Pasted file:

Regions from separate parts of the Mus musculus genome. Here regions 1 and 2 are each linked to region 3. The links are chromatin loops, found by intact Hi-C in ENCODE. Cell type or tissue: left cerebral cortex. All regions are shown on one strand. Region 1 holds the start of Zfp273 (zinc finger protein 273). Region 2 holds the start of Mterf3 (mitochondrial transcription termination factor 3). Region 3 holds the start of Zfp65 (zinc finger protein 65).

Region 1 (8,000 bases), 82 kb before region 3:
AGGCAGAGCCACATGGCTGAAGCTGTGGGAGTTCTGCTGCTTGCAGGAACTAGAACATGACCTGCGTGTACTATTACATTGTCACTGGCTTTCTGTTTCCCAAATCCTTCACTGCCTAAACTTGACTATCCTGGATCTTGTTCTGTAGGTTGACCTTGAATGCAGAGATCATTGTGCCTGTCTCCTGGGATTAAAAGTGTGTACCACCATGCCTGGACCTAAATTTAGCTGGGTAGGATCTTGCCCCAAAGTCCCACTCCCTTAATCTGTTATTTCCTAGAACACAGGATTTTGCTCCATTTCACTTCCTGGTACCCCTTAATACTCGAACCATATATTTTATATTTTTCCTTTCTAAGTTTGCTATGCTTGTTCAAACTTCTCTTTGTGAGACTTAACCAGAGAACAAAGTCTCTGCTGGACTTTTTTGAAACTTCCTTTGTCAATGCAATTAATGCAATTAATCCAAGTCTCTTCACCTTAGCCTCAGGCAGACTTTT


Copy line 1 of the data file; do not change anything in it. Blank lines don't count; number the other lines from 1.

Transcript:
Regions from separate parts of the Mus musculus genome. Here regions 1 and 2 are each linked to region 3. The links are chromatin loops, found by intact Hi-C in ENCODE. Cell type or tissue: left cerebral cortex. All regions are shown on one strand. Region 1 holds the start of Zfp273 (zinc finger protein 273). Region 2 holds the start of Mterf3 (mitochondrial transcription termination factor 3). Region 3 holds the start of Zfp65 (zinc finger protein 65).